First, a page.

Of course I didn't get up at 6:00am like I'm supposed to. I woke up at 6:20am instead. And hopped into the shower. Then put on make up. By then Casey and Marcie had awoken. I threw my bathrobe and went to change Marcie. Now it was 6:30am. Marcie insisted on playing with her giant stuffed giraffe pillow, which she called "baby" over and over again. But she smiled and giggled and cooed at me. So that was nice.
I returned to my room with Marcie and asked Casey if he was ready to get dressed. Of course he told me no. I said he could get dressed first or brush his teeth first. He told me he wanted to read. So I told him he needed to go to his room until he was dressed. I followed him in and tried to cajole him into changing out of his pajamas. But to no avail.
I left again to get dressed. Then I heard him in the family room-- flipping the dog's crate over. With the dog inside. I marched (yes, marched) into the family room, grabbed Casey's wrist and walked him back to his room. I told him that flipping the crate was inappropriate behavior. And he told me he was mad at me. Great.
Finally I explained to Jason I needed his help so I could get off to work at some semblance of a normal time. Jason was in Casey's room less than five minutes and Casey was dressed. In a short sleeved shirt and a pair jeans with holes in both knees. I didn't have time to argue. I packed a change of pants, socks, and shoes into Casey's school bucket, buckled the kids in their car seats, and headed off to Jason's mom's house. On Wednesdays I drop of the kids there and she takes Casey to private speech therapy before depositing him at school. After the therapy and before school they usually look at ducks.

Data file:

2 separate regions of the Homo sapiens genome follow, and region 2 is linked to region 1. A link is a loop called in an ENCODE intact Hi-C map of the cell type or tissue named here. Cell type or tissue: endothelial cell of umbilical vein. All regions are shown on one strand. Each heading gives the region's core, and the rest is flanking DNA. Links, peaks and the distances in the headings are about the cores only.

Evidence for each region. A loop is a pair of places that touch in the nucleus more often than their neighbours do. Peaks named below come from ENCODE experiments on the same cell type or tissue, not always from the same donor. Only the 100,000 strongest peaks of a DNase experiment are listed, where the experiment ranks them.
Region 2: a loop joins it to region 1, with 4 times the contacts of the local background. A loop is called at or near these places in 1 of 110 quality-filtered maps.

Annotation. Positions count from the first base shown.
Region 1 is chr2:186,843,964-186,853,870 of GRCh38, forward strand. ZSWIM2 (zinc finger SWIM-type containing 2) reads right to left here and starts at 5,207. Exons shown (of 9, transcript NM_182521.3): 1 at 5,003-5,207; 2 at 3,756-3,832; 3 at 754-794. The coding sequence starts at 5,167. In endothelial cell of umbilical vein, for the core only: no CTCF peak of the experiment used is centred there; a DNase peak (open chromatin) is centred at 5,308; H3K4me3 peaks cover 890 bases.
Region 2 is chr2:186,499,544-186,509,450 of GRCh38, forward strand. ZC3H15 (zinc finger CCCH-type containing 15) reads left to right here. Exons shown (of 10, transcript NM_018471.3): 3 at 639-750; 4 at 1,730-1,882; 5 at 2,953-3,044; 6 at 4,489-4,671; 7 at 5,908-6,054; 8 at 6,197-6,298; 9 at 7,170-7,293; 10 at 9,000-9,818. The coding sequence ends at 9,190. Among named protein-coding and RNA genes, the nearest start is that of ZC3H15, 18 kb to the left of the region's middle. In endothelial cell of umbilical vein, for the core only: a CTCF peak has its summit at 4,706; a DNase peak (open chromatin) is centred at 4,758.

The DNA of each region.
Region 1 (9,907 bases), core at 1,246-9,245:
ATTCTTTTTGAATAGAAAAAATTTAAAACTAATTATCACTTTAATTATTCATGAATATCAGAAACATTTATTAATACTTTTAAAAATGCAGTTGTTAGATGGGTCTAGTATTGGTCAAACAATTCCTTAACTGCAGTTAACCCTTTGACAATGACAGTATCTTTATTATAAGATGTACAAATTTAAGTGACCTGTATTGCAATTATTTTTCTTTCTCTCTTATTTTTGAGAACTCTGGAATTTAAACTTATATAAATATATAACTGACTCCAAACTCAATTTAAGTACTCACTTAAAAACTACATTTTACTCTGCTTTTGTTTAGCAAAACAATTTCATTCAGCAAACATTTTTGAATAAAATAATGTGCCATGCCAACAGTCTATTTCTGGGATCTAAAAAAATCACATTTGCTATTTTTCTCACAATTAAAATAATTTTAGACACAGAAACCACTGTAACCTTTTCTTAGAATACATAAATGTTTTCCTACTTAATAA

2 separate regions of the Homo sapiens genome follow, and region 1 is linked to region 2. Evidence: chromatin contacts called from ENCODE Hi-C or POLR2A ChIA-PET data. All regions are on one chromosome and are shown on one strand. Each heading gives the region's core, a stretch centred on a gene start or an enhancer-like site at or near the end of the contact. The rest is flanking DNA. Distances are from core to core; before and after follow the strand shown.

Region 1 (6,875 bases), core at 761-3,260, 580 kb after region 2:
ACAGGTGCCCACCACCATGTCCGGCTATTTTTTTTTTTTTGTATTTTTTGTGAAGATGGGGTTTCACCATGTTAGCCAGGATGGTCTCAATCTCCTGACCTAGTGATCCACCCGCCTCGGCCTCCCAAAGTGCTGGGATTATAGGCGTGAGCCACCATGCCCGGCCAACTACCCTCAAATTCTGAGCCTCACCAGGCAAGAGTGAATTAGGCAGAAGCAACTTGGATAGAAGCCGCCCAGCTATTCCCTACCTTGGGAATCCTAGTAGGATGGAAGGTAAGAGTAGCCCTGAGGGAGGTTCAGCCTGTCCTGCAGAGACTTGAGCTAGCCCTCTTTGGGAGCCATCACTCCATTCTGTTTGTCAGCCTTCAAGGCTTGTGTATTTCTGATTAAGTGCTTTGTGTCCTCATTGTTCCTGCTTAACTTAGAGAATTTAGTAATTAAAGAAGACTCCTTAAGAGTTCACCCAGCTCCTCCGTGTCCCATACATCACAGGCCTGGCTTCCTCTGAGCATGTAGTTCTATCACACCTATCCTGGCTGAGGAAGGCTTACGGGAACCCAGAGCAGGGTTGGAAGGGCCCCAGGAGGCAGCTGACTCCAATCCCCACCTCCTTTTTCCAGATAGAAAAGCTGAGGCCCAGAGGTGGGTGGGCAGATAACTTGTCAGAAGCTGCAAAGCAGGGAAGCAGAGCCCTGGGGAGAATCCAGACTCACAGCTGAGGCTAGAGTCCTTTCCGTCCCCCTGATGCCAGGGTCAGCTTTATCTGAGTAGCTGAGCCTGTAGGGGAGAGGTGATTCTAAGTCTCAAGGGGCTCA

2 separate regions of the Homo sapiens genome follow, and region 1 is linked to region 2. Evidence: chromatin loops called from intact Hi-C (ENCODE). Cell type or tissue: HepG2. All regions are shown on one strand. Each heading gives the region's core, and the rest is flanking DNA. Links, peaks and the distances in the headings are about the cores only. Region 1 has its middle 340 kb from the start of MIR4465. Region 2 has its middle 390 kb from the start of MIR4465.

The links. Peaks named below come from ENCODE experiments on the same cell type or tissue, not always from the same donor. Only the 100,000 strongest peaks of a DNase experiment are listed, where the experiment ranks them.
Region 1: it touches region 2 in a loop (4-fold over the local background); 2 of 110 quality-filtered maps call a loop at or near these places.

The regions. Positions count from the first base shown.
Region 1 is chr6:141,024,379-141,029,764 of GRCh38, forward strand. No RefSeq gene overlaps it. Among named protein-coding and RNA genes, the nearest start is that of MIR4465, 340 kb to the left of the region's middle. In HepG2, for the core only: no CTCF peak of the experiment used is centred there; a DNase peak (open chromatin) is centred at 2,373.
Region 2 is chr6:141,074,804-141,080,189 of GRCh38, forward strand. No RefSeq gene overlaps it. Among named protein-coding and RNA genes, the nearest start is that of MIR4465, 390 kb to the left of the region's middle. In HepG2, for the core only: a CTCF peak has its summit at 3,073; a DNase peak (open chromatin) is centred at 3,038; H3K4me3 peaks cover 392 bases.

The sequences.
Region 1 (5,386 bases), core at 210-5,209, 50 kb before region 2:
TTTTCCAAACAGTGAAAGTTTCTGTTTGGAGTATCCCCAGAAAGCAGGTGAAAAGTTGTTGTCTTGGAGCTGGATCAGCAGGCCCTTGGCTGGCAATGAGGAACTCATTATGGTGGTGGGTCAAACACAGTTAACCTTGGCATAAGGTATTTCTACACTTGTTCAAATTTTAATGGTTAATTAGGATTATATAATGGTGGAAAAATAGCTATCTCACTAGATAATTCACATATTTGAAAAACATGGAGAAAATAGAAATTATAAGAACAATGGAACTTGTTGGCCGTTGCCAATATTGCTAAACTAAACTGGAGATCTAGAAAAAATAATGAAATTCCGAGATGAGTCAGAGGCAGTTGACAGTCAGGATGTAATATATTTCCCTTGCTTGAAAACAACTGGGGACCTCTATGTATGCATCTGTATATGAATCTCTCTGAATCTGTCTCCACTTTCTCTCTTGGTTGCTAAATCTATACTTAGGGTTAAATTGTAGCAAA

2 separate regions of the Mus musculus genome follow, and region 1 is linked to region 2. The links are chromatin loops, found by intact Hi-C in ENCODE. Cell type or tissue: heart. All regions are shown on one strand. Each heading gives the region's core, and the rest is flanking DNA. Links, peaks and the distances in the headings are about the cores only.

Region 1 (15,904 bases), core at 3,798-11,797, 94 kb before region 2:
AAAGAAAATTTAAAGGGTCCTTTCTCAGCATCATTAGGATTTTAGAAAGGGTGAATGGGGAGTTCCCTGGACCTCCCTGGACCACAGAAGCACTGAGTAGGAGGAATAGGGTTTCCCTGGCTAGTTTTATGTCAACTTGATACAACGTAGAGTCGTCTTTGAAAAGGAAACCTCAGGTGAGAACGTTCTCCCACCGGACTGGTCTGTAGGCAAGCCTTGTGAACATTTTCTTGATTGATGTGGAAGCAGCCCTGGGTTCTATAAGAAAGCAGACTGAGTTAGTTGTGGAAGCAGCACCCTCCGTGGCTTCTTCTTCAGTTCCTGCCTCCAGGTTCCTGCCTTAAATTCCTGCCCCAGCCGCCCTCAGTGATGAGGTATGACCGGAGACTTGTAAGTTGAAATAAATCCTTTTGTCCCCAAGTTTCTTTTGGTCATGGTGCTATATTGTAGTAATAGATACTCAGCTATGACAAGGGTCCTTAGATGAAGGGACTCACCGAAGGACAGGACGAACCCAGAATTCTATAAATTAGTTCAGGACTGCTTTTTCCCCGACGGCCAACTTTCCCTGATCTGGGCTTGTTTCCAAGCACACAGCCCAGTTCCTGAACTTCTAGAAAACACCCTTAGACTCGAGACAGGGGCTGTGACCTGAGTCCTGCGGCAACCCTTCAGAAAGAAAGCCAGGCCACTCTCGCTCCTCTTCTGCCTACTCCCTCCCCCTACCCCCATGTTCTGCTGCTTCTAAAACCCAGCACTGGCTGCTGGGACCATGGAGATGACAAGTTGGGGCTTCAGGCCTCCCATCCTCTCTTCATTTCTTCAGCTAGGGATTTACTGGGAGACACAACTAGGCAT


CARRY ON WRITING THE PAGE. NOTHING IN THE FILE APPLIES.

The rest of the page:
But on the way, it started to rain. Gush. Pour. There was a lot of water. And I began preparing Casey for the possibility that it would be too wet and muddy to visit the ducks-- for the first time in a year. When I pulled up, I had a mental plan. There was still a downpour outside, and I just had my one umbrella. Not even the golf umbrella- just a regular one.
But I had barely cut the engine when the garage door opened and out steppe my mother in law-- with an umbrella! She met me and Casey at the car door and walked him back into the garage while I walked to the other side of the car to retrieve Marcie. It was such a relief, that seemingly small act of help.
I have often commented to people that one of my mom's best qualities and Jason's mom's best qualities is their ability to anticipate other people's needs on moments of small crisis and in moments of great exhaustion. When Casey was born, they would appear and laundry would be done and bottles would be washed and food would be prepared. It just happened. I didn't have to ask. I didn't need to cry or pout or beg. They just anticipated.
And that's what Jason's mom did today. And despite my lack of sleep. And my total frustration with Casey's newfound independence. And the cold, wet, cloudy weather-- she was there for me. Like a ray of sunshine in my otherwise gray morning.